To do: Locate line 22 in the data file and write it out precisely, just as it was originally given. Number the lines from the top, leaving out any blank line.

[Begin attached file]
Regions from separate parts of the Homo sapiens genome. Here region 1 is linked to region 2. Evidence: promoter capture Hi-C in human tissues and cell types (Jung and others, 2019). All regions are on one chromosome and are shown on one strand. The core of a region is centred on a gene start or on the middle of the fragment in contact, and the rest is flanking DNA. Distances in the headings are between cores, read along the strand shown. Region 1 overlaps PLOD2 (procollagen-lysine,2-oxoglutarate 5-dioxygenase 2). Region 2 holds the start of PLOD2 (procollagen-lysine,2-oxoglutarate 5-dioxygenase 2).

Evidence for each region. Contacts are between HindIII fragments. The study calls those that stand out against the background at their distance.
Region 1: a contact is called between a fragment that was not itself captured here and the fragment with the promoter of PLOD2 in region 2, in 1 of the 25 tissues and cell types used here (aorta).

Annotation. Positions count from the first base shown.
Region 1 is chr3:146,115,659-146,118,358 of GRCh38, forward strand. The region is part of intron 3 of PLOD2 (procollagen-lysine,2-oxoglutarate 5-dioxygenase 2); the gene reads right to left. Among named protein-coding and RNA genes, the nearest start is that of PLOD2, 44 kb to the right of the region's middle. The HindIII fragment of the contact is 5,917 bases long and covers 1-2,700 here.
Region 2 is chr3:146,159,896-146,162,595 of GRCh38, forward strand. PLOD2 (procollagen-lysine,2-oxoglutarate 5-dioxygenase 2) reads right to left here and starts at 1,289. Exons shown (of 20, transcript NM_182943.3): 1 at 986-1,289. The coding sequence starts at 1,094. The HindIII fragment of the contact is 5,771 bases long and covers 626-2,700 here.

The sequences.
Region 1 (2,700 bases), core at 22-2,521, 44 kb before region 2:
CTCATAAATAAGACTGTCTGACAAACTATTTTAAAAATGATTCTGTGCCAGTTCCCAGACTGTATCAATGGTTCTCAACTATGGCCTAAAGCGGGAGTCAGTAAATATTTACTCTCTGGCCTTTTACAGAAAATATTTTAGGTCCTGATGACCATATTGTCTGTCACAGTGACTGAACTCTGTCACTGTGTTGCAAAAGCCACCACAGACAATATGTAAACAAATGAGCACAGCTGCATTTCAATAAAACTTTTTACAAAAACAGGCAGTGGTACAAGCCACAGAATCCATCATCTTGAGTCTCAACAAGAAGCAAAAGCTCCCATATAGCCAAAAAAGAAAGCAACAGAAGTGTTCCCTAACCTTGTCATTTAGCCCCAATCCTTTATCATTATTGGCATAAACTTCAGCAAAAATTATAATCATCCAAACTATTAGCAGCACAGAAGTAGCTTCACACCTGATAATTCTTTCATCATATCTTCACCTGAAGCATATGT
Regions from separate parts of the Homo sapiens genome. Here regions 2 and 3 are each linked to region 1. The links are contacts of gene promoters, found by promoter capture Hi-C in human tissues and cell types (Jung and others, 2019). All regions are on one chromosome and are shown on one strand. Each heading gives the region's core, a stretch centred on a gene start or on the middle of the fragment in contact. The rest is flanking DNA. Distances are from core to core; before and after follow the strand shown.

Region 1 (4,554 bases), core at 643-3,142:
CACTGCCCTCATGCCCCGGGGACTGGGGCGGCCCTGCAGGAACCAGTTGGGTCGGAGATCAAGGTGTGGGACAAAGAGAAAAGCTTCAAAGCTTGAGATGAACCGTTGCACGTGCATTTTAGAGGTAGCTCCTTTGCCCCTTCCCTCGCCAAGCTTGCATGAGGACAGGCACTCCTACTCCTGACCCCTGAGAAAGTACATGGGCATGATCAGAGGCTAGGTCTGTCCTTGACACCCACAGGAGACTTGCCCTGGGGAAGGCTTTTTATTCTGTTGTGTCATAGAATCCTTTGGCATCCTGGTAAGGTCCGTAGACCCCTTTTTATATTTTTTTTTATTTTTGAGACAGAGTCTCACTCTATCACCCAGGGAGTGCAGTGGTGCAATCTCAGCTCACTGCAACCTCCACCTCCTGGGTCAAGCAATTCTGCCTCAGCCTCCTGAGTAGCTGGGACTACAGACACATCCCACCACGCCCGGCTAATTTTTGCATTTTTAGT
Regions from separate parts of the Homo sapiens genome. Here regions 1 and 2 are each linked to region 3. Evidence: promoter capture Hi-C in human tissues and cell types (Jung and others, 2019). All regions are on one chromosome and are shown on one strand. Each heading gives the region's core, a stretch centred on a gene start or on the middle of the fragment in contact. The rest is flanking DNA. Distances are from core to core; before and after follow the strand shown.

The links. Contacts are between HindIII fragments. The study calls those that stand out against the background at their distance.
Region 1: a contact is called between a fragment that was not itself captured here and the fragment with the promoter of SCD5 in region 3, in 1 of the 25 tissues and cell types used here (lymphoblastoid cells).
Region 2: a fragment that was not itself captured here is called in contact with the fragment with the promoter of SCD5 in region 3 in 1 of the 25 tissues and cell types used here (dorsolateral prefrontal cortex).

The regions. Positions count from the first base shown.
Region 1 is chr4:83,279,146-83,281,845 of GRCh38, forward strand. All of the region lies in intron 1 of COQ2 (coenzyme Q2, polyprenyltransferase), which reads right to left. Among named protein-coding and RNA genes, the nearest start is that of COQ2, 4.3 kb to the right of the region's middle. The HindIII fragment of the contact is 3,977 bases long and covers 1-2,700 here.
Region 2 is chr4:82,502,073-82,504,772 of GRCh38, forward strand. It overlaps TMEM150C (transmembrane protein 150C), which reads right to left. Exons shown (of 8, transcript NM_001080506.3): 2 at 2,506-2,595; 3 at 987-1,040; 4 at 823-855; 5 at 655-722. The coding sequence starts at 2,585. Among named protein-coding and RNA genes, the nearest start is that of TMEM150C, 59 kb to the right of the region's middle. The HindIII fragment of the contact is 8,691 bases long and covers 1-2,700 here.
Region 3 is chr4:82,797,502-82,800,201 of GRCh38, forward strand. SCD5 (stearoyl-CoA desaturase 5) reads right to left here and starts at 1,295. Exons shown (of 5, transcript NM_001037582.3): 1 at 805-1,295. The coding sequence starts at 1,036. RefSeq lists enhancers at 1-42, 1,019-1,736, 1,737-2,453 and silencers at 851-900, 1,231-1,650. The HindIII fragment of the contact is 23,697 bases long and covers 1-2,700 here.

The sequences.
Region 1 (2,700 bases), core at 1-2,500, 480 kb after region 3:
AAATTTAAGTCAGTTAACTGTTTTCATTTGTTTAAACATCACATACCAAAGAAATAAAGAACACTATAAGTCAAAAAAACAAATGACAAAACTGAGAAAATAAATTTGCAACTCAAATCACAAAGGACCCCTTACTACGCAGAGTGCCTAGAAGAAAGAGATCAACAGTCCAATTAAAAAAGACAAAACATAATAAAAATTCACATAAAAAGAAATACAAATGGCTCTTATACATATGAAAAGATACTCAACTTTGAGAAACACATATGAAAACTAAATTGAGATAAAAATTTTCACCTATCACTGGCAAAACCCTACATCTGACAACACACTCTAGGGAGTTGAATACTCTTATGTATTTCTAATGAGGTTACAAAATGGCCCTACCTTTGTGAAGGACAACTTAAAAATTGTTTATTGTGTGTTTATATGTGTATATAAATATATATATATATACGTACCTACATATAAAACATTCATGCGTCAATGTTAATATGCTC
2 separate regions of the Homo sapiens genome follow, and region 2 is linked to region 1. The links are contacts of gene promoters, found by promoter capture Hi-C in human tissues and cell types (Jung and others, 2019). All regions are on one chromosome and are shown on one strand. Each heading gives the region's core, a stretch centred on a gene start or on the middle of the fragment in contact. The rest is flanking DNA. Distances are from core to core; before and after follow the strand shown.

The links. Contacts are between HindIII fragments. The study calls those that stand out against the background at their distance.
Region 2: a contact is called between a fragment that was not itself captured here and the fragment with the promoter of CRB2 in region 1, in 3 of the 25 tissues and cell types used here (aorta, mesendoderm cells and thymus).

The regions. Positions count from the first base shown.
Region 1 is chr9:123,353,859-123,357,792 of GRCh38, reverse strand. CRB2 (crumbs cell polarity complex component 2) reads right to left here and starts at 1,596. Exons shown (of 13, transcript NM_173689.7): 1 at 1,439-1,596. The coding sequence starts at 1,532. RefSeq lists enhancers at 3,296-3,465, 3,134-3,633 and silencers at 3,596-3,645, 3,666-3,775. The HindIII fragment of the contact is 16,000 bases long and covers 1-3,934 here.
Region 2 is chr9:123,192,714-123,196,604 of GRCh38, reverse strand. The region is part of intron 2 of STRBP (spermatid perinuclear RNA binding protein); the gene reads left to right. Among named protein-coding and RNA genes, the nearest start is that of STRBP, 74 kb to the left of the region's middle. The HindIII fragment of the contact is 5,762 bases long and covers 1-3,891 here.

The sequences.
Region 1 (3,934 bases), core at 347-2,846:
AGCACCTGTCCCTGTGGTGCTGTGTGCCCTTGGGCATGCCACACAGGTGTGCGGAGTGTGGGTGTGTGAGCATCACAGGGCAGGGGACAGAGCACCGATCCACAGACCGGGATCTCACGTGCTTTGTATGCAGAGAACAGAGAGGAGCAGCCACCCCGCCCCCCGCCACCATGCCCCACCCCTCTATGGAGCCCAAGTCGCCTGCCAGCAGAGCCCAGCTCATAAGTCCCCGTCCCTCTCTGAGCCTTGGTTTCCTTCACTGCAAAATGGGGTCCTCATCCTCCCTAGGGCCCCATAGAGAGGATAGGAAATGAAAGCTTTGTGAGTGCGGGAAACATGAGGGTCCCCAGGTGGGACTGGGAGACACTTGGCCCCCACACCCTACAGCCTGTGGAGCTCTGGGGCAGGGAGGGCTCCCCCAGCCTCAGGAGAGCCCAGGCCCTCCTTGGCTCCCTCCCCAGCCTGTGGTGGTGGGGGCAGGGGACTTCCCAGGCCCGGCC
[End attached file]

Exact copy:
Region 1 (2,700 bases), core at 1-2,500, 480 kb after region 3: